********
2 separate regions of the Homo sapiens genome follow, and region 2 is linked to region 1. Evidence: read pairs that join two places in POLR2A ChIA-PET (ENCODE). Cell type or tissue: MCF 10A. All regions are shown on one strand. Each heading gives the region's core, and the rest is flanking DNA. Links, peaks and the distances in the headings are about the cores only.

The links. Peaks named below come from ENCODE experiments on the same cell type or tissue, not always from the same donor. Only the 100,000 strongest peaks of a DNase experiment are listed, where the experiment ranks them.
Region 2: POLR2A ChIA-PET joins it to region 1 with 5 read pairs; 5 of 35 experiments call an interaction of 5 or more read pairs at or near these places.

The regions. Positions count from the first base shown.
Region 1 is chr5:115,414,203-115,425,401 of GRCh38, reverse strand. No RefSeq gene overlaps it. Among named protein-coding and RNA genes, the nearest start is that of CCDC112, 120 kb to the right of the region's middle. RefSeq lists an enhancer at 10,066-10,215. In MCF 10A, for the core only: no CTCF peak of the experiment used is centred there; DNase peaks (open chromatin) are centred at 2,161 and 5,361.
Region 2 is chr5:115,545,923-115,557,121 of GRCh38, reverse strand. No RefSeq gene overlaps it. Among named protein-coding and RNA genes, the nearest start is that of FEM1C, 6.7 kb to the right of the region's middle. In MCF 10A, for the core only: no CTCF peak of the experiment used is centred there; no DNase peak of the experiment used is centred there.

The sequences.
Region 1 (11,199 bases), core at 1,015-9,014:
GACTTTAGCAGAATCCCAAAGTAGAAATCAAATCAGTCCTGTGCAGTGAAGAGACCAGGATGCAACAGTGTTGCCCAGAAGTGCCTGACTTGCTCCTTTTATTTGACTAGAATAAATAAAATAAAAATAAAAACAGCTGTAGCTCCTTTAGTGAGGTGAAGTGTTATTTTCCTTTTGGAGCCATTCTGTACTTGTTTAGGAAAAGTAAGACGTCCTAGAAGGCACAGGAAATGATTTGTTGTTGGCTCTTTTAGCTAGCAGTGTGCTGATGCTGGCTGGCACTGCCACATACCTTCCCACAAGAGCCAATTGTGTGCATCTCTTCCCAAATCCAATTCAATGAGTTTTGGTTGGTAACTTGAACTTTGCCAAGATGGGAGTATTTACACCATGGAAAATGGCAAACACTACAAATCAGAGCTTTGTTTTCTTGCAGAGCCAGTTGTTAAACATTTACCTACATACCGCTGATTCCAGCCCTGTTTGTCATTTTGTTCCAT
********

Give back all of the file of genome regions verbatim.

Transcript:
2 separate regions of the Homo sapiens genome follow, and region 2 is linked to region 1. Evidence: read pairs that join two places in POLR2A ChIA-PET (ENCODE). Cell type or tissue: MCF 10A. All regions are shown on one strand. Each heading gives the region's core, and the rest is flanking DNA. Links, peaks and the distances in the headings are about the cores only.

The links. Peaks named below come from ENCODE experiments on the same cell type or tissue, not always from the same donor. Only the 100,000 strongest peaks of a DNase experiment are listed, where the experiment ranks them.
Region 2: POLR2A ChIA-PET joins it to region 1 with 5 read pairs; 5 of 35 experiments call an interaction of 5 or more read pairs at or near these places.

The regions. Positions count from the first base shown.
Region 1 is chr5:115,414,203-115,425,401 of GRCh38, reverse strand. No RefSeq gene overlaps it. Among named protein-coding and RNA genes, the nearest start is that of CCDC112, 120 kb to the right of the region's middle. RefSeq lists an enhancer at 10,066-10,215. In MCF 10A, for the core only: no CTCF peak of the experiment used is centred there; DNase peaks (open chromatin) are centred at 2,161 and 5,361.
Region 2 is chr5:115,545,923-115,557,121 of GRCh38, reverse strand. No RefSeq gene overlaps it. Among named protein-coding and RNA genes, the nearest start is that of FEM1C, 6.7 kb to the right of the region's middle. In MCF 10A, for the core only: no CTCF peak of the experiment used is centred there; no DNase peak of the experiment used is centred there.

The sequences.
Region 1 (11,199 bases), core at 1,015-9,014:
GACTTTAGCAGAATCCCAAAGTAGAAATCAAATCAGTCCTGTGCAGTGAAGAGACCAGGATGCAACAGTGTTGCCCAGAAGTGCCTGACTTGCTCCTTTTATTTGACTAGAATAAATAAAATAAAAATAAAAACAGCTGTAGCTCCTTTAGTGAGGTGAAGTGTTATTTTCCTTTTGGAGCCATTCTGTACTTGTTTAGGAAAAGTAAGACGTCCTAGAAGGCACAGGAAATGATTTGTTGTTGGCTCTTTTAGCTAGCAGTGTGCTGATGCTGGCTGGCACTGCCACATACCTTCCCACAAGAGCCAATTGTGTGCATCTCTTCCCAAATCCAATTCAATGAGTTTTGGTTGGTAACTTGAACTTTGCCAAGATGGGAGTATTTACACCATGGAAAATGGCAAACACTACAAATCAGAGCTTTGTTTTCTTGCAGAGCCAGTTGTTAAACATTTACCTACATACCGCTGATTCCAGCCCTGTTTGTCATTTTGTTCCAT